Living the good life

Marshall Tucker Band brings southern charm to Clark State Community College

(L-R) B.B. Borden, Rick Willis, Doug Gray, Marcus James Henderson, Tony Black, Chris Hicks; photo: Marshall Tucker Band

By Allyson B. Crawford

“We’re nothing special, we’re just a bunch of guys that get together and make people smile and have a good time,” Doug Gray tells the Dayton City Paper. Gray is the only original member left in the Marshall Tucker Band. The singer will bring his jam band to Kuss Auditorium at Clark State University in Springfield on Sunday, Oct 1.

Over the years, Marshall Tucker Band (MTB) has been called southern rock, gospel, country, jazz, and everything in between. That’s the way Gray and the rest of the band likes it: not having a clearly defined sound has let the band evolve since its inception in 1972. Four decades later, MTB is enjoying a bit of a renaissance, playing big festival gigs and sharing the stage with acts as diverse as Larry the Cable Guy to Kid Rock. Through lineup changes (20 different members have been in the band!), sudden deaths, addiction, and sobriety the two constants have been Gray’s voice and the band’s collective loyalty to their songs. 

“You have to keep going, you can’t give up,” Gray explains. “When we started MTB there was no such thing as giving up.” Some of the band members were just back from Vietnam. The men snagged day jobs and practiced in their off hours. Within a year, MTB had a contract and were jamming with any other band that would have them. Things might not quite work that way these days, but back then a strong work ethic, mixed with a lot of talent got you far. That same work ethic that got them a record deal in the first place allowed them to write and record over 300 songs – and stay on the road over 100 days a year, every year. Road life can take a toll on anyone but members of MTB keep it fresh by letting their songs air out as they see fit. That means some live versions of their classic tunes can last 30 minutes or more. That doesn’t always make sense in an instant gratification social media world, but for MTB, it works. 

“All the guys in the band understand that we have a duty to the old fans as well as the new ones. We’re loyal back to [our] fans by playing as close to the real sound as [on the recording]. And each person takes the song where they want – we don’t rehearse it. It always falls into place. We always stay loyal to the songs and then we’re out of there.” 

There’s a lot of southern pride and culture that goes with being a MTB fan. A big piece of this pride is enjoying the music of youth: going to shows and reliving some great memories. It’s no secret that Ohioans love to travel to the south on vacation, especially to places like South Carolina, the birthplace of MTB. Gray calls Spartanburg, S.C. home and notes how many Ohio plates he sees while driving around town.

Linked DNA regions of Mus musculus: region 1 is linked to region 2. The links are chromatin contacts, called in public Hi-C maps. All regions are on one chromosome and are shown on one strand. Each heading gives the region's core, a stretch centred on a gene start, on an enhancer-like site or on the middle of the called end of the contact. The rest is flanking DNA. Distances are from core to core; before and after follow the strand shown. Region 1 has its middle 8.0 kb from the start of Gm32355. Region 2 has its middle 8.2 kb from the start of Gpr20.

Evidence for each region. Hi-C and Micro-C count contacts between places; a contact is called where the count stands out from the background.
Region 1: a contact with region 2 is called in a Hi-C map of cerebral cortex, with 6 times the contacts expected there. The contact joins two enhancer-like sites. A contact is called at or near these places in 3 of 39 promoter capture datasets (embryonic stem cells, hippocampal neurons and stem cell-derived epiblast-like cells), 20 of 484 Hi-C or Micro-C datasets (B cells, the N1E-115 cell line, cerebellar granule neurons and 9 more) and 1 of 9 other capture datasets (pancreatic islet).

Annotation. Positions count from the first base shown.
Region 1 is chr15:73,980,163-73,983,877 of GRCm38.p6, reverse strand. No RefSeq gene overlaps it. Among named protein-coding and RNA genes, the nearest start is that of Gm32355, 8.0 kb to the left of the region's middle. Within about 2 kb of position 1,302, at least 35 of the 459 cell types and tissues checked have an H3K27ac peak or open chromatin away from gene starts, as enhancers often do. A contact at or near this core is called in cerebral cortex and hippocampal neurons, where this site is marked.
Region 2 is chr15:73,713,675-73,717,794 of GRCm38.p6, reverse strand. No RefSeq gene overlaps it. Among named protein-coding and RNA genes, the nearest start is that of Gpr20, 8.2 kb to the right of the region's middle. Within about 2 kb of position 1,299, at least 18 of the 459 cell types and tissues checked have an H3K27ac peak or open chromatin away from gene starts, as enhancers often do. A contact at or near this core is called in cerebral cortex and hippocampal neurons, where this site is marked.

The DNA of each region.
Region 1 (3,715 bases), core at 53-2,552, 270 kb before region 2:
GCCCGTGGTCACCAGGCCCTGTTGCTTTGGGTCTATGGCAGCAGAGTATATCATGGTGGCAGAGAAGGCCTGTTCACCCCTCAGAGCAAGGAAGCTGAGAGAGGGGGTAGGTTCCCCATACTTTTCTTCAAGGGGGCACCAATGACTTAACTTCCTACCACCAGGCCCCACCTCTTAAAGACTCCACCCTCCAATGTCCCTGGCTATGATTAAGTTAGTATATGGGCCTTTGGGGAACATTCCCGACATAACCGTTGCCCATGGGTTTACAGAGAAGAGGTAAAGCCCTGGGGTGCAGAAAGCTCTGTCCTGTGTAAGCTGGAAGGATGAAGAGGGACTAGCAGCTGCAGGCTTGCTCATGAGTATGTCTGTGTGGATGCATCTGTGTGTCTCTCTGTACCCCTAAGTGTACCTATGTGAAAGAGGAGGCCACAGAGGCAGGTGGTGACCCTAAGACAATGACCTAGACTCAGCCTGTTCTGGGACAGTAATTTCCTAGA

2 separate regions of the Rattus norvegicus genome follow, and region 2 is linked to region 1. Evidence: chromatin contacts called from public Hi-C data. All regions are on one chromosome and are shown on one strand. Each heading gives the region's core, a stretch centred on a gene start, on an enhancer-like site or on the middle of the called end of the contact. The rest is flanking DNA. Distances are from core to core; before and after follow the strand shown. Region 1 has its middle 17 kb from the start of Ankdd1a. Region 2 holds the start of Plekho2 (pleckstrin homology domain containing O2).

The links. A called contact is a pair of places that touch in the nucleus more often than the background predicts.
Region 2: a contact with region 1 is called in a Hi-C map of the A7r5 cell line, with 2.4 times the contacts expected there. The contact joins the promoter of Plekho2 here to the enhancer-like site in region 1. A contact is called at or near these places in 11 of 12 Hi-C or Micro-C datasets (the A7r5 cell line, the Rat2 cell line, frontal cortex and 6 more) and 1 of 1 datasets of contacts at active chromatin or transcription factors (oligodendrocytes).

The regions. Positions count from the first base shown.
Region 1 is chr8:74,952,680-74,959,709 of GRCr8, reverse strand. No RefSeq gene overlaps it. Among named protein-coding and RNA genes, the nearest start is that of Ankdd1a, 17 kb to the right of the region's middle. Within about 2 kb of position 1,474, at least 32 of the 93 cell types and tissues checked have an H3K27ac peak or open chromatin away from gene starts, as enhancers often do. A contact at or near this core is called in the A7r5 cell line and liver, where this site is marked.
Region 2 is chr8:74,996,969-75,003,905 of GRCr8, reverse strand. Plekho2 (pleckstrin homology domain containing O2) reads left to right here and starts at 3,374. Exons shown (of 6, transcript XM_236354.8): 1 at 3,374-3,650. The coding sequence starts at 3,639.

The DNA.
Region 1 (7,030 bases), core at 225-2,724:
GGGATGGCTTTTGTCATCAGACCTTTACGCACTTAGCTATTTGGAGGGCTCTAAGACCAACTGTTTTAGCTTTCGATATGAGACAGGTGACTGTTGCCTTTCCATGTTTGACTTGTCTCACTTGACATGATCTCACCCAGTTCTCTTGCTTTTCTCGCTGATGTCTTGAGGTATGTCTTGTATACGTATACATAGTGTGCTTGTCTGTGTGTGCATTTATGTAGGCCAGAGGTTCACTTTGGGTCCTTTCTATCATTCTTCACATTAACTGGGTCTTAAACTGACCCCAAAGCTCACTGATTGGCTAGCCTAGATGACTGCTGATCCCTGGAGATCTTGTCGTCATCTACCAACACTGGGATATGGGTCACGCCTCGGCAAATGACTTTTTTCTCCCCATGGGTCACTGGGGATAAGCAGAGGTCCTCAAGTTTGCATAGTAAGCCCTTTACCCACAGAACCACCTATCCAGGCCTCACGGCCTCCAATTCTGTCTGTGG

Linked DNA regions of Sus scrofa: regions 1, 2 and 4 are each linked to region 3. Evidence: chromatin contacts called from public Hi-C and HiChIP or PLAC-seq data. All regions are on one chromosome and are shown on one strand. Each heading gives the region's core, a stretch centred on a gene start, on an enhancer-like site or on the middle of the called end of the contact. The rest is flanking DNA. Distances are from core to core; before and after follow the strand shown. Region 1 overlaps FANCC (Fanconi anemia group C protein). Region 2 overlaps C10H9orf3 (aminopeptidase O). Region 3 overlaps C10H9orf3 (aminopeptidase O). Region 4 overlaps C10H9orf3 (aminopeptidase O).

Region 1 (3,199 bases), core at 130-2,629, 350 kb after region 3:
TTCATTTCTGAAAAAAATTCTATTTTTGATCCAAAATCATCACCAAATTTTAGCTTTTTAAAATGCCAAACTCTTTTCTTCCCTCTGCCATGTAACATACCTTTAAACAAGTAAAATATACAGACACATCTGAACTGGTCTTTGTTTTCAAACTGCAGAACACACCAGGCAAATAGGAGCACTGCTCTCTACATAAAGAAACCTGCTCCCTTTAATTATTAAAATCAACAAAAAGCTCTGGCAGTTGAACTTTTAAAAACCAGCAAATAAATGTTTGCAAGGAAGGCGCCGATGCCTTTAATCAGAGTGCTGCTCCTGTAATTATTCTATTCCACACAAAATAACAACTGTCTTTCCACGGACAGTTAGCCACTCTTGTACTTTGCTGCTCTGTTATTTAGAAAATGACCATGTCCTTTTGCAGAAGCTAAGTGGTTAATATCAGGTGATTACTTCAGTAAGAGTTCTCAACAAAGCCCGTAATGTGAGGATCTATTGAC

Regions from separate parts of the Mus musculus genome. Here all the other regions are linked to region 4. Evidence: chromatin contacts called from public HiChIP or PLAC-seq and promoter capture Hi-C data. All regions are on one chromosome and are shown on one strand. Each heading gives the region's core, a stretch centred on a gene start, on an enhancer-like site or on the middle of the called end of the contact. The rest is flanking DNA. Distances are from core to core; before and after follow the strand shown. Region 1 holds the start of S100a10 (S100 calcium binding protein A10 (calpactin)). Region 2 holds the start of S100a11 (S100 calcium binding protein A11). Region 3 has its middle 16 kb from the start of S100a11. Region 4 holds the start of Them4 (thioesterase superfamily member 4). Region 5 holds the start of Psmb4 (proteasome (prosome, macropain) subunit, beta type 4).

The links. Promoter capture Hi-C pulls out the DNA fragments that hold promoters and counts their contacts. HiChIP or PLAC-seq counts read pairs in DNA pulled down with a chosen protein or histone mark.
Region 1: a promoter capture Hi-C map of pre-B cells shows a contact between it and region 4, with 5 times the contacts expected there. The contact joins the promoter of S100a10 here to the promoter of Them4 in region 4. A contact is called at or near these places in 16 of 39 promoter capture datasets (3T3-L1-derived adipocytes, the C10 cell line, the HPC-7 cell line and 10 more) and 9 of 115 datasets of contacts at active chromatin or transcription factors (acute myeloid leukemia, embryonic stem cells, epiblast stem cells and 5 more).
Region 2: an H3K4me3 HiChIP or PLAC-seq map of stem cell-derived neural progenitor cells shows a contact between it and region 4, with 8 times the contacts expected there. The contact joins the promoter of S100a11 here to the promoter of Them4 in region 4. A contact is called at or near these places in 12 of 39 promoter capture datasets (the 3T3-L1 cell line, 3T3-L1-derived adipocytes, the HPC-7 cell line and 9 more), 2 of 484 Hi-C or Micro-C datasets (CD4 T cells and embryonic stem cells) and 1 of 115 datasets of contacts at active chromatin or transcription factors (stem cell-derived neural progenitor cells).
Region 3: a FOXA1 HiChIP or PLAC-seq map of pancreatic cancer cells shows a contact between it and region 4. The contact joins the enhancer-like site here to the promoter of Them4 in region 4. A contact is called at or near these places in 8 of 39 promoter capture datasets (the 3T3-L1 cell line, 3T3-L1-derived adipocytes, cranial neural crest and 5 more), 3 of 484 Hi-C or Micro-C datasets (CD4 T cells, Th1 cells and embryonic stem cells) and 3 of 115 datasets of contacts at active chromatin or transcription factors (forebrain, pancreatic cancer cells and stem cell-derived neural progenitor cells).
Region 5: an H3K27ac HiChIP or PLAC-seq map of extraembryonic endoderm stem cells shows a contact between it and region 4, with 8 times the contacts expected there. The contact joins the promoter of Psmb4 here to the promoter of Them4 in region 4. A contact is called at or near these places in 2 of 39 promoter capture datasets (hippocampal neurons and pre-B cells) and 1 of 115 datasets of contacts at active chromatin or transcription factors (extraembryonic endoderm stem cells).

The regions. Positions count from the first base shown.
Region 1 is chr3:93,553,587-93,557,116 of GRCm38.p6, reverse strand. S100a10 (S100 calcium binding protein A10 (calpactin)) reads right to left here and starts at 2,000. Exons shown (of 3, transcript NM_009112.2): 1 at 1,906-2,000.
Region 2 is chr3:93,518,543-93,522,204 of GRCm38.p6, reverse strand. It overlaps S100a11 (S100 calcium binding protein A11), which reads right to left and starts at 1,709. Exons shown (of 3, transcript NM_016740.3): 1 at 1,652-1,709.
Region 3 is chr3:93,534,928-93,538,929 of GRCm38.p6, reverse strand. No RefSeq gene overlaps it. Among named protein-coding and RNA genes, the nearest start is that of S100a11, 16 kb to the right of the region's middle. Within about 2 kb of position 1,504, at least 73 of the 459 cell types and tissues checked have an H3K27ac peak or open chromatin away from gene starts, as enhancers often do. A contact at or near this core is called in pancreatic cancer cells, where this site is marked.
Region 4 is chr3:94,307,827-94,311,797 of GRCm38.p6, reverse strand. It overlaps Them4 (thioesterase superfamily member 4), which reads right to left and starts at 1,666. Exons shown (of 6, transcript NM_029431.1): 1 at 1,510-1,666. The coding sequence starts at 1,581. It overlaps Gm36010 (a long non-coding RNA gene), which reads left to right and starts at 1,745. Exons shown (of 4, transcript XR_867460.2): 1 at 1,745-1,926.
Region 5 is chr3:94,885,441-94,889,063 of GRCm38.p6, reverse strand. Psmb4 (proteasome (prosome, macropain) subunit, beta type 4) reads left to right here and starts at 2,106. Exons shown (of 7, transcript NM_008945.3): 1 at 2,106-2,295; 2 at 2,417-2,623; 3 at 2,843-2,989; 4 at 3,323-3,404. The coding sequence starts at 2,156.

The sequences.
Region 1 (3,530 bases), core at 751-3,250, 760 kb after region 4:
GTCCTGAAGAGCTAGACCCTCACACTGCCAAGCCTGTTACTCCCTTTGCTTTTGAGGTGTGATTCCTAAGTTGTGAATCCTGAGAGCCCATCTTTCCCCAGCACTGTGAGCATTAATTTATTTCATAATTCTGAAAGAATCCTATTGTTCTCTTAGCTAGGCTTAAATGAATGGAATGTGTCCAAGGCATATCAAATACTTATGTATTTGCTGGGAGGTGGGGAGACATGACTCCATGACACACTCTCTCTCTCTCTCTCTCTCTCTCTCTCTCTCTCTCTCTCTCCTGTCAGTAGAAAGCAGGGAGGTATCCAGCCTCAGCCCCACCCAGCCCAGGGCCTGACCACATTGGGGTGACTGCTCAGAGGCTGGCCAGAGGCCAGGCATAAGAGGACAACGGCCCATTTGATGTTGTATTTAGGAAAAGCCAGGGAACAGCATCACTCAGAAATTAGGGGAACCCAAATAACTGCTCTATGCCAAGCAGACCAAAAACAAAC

“All Ohioans want to do is come down and have a good time. They remember that good time all throughout the year and they want to come back. That’s what our music is all about.”

For Gray, being southern in 2017 means just being you. It’s that simple: good friends, good music, good life. For Gray and the rest of the MTB, their fans have become friends and even family over the years. The band has a dedicated following that seeks out their shows and special events. 

“I’ve done Sturgis Bike Rally for 37 years,” Gray recalls. “You get to see the same fans every time. You get tighter and tighter with them – it’s like seeing family every time. It’s like having a separate family.”

For Gray and the rest of MTB, treating fans like family isn’t just southern hospitality: it helps keep them grounded. In the past, Gray has noted that band always wanted to be “one of the people.” 

Beyond regular road shows, the Marshall Tucker Band will take part in the sold-out Southern Rock Cruise this coming January. Some of the other acts on that bill include Lynyrd Skynyrd, .38 Special, The Outlaws, Molly Hatchet, and many more. This cruise allows fans to have a more intimate experience with the band – smaller gigs and once-in-a-lifetime jam experiences. 

Through it all, Gray is still amazed that people pay to see him perform. “It’s real nice. You don’t know if people will show up, but you have high hopes. There’s always so many nice people.”

The Marshall Tucker Band performs at Kuss Auditorium at Clark State Community College, 570 E Leffel Lane in Springfield on Oct 1. Tickets are on sale now through Ticketmaster by calling 937-328-3874. Prices range from $30 – $60. For more information, visit

Tags: , ,

About Allyson B. Crawford

View all posts by Allyson B. Crawford
Allyson B. Crawford lives in Kettering and writes about ’80s metal bands on her daily blog You can usually find her at all sorts of metal shows around Ohio and across the country. Allyson can be reached at

No comments yet.

Leave a Reply

Got an Opinion?


We are interested to hear what you think.  Please send us a message. [contact-form 4 “Opinion”]  

Springfield’s hidden gem


Referred to as an American Folk Art site, I didn’t know what I expected on my journey to Springfield’s Hartman […]

Debate 7/17: Flag on the Play


Q: Should persons with certain known behavioral tendencies such as suicide or violence be prohibited from owning guns? Legislatures across […]

Conspiracy Theorist 7/17: Hooray for Domino’s

Year after year, the same roads are torn up and road crews patch them. But they never really repair them. […]

On Your Marc 7/17: Good any day

First, a funny story. Larry Lee, the big tackle from Roth High School, for a number of reasons decided he […]

The Cult, Stone Temple Pilots, and Bush at Rose

CULT 2016 Tim Cadiente-2

“Rock and roll never forgets,” the classic rock song goes, and Billy Duffy, guitarist and founding member of the British […]